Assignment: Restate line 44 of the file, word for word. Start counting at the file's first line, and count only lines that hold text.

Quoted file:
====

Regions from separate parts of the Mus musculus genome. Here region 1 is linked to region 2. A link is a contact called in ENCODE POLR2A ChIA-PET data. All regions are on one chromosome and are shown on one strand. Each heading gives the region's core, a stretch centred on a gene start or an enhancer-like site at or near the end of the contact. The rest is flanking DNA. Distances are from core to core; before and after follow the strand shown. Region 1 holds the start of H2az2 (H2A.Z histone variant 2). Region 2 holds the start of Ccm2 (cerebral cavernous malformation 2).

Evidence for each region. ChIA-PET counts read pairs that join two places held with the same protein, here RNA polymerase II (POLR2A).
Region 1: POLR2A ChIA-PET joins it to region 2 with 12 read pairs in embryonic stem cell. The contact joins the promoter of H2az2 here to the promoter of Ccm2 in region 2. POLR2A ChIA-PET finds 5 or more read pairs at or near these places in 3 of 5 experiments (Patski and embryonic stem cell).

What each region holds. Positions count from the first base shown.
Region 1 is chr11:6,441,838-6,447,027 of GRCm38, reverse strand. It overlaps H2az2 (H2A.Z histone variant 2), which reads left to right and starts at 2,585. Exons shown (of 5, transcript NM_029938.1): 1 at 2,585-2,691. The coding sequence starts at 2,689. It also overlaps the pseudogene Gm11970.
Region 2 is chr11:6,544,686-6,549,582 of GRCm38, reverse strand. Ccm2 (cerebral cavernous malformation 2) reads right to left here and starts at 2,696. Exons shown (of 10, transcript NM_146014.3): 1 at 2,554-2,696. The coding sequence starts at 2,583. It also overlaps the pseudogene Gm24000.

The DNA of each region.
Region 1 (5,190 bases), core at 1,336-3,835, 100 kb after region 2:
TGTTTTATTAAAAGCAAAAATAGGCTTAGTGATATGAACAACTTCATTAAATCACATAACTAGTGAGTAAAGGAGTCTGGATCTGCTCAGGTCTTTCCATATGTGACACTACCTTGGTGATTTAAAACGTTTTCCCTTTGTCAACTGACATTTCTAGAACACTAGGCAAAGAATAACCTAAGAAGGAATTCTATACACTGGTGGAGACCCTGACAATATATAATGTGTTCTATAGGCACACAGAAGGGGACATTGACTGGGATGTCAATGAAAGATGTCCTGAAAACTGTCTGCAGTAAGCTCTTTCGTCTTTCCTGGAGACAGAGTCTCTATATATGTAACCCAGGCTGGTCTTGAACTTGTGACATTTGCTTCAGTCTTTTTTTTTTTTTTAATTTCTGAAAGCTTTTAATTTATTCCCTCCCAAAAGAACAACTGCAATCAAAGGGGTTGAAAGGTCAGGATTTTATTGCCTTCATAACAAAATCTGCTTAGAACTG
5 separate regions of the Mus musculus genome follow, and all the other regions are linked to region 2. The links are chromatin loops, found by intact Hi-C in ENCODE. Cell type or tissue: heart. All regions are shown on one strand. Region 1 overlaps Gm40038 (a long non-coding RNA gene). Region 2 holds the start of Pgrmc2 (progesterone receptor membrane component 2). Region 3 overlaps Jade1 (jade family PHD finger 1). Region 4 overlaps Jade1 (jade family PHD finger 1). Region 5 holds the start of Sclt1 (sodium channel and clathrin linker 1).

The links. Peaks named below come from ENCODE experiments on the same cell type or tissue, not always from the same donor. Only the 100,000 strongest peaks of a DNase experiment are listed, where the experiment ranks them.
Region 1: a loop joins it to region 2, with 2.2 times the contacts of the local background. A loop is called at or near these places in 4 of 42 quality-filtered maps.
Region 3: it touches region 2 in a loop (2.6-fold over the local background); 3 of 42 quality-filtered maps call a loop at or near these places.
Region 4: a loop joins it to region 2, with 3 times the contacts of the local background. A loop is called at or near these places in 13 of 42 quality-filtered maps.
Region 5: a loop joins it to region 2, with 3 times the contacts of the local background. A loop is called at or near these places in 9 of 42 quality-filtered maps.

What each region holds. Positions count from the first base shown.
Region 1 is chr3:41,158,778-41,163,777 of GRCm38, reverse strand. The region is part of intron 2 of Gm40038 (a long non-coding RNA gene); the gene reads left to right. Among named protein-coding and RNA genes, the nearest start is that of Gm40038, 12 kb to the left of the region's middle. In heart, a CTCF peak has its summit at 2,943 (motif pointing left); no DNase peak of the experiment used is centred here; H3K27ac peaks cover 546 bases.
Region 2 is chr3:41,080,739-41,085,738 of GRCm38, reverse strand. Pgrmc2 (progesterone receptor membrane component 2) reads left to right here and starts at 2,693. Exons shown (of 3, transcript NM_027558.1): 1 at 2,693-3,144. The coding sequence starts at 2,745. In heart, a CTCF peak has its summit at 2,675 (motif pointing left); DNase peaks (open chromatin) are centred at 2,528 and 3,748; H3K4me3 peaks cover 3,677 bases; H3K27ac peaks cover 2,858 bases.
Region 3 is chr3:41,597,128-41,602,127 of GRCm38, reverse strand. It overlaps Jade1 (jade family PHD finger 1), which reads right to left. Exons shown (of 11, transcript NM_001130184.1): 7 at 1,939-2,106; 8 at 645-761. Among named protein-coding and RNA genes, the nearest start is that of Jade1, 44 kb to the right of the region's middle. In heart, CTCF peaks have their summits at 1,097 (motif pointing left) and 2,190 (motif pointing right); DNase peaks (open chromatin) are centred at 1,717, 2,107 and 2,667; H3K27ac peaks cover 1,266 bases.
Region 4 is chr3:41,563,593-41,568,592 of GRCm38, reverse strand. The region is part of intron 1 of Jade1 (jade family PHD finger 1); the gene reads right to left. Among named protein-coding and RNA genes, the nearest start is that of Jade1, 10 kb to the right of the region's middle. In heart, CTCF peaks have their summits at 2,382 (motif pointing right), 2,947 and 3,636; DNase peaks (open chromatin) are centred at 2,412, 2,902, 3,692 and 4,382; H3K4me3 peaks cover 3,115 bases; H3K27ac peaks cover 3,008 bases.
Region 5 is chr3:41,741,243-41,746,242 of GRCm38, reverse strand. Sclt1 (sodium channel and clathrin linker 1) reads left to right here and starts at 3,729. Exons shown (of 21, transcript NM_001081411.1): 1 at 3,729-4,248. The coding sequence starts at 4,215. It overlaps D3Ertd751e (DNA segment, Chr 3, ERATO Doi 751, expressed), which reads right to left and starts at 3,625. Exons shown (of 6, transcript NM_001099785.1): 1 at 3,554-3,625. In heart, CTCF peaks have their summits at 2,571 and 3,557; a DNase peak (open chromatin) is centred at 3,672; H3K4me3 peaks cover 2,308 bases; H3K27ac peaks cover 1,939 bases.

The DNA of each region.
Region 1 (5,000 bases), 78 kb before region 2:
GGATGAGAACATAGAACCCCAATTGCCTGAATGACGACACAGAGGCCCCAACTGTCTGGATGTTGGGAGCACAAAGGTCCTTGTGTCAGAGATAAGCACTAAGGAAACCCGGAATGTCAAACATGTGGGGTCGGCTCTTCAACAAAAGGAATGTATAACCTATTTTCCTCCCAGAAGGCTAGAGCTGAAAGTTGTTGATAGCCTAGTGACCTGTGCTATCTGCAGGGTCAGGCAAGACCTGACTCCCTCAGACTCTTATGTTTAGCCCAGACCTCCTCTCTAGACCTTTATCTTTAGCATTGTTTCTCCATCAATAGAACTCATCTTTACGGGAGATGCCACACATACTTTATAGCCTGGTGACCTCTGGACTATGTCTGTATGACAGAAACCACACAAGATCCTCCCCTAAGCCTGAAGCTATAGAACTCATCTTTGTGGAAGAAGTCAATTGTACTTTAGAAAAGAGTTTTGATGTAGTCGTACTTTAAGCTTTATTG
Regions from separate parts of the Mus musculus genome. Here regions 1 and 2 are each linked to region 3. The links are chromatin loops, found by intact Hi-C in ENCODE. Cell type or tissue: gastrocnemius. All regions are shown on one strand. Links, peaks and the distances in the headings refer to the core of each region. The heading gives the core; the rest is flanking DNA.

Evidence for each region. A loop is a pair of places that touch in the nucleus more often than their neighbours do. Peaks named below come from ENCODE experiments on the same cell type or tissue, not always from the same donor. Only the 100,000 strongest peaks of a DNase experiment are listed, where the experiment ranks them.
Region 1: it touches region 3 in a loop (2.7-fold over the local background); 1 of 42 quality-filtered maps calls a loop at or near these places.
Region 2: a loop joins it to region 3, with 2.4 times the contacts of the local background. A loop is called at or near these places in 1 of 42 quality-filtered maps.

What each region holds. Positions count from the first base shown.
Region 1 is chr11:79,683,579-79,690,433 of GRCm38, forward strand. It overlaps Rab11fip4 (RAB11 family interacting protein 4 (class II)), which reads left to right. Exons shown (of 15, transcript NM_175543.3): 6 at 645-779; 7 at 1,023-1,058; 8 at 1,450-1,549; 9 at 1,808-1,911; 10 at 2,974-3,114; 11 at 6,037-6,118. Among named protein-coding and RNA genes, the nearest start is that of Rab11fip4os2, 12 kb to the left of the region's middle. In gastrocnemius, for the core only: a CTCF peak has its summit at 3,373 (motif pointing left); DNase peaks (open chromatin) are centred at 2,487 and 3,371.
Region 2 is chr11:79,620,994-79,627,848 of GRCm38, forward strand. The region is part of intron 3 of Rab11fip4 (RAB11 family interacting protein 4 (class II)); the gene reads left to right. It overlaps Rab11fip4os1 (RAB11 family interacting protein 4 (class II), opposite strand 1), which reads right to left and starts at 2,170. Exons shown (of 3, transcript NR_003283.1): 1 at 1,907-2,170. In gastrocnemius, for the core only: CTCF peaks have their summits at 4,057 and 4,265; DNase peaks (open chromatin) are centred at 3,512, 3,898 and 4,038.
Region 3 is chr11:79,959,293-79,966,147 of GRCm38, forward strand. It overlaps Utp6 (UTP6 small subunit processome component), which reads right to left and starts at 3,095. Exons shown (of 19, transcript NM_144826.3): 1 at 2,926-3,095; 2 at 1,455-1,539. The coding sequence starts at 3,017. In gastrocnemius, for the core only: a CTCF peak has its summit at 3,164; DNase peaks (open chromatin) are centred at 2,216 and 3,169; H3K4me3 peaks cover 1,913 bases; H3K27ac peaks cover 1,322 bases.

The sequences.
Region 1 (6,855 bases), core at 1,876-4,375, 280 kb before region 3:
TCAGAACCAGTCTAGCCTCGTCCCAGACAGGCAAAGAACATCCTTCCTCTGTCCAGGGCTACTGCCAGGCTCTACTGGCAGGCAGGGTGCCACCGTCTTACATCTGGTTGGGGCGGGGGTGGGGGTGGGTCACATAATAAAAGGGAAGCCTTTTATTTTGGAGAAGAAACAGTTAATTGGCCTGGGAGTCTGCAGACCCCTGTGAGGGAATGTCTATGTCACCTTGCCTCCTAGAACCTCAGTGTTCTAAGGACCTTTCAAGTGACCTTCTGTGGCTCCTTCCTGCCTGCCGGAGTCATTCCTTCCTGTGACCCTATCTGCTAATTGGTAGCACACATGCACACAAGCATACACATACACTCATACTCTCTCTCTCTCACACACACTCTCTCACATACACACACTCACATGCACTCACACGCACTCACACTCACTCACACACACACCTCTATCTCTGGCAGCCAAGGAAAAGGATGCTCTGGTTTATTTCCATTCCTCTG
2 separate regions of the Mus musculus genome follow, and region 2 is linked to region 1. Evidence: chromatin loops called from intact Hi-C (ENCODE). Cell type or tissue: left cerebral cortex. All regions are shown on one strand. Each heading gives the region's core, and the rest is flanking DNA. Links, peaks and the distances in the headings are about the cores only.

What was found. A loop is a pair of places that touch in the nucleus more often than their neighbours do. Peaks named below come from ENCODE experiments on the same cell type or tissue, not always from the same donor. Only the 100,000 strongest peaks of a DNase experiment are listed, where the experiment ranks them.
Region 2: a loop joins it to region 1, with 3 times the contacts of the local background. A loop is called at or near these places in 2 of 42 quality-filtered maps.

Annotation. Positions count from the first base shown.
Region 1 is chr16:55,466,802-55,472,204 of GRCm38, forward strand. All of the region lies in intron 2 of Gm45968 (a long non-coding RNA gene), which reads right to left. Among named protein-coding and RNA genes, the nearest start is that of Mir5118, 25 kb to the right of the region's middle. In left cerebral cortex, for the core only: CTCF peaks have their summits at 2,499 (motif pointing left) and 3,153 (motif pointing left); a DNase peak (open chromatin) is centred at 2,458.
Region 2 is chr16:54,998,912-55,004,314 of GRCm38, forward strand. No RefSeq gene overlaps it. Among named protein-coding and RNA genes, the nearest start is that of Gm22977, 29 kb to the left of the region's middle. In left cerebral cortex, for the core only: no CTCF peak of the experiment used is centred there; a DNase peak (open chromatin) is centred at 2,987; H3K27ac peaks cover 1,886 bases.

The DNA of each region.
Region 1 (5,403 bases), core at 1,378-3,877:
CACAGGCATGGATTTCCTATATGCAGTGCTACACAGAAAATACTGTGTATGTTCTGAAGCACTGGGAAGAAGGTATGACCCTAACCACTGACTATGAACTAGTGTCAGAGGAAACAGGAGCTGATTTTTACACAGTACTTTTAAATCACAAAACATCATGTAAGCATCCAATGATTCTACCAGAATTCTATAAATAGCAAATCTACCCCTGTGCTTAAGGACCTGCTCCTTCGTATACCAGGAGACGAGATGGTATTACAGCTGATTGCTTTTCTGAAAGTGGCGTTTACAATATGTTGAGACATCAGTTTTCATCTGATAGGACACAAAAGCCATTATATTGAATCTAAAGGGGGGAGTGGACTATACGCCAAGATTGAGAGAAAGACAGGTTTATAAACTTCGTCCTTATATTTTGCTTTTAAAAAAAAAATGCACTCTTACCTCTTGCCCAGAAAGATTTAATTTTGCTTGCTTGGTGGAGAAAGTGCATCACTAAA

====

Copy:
CACAGGCATGGATTTCCTATATGCAGTGCTACACAGAAAATACTGTGTATGTTCTGAAGCACTGGGAAGAAGGTATGACCCTAACCACTGACTATGAACTAGTGTCAGAGGAAACAGGAGCTGATTTTTACACAGTACTTTTAAATCACAAAACATCATGTAAGCATCCAATGATTCTACCAGAATTCTATAAATAGCAAATCTACCCCTGTGCTTAAGGACCTGCTCCTTCGTATACCAGGAGACGAGATGGTATTACAGCTGATTGCTTTTCTGAAAGTGGCGTTTACAATATGTTGAGACATCAGTTTTCATCTGATAGGACACAAAAGCCATTATATTGAATCTAAAGGGGGGAGTGGACTATACGCCAAGATTGAGAGAAAGACAGGTTTATAAACTTCGTCCTTATATTTTGCTTTTAAAAAAAAAATGCACTCTTACCTCTTGCCCAGAAAGATTTAATTTTGCTTGCTTGGTGGAGAAAGTGCATCACTAAA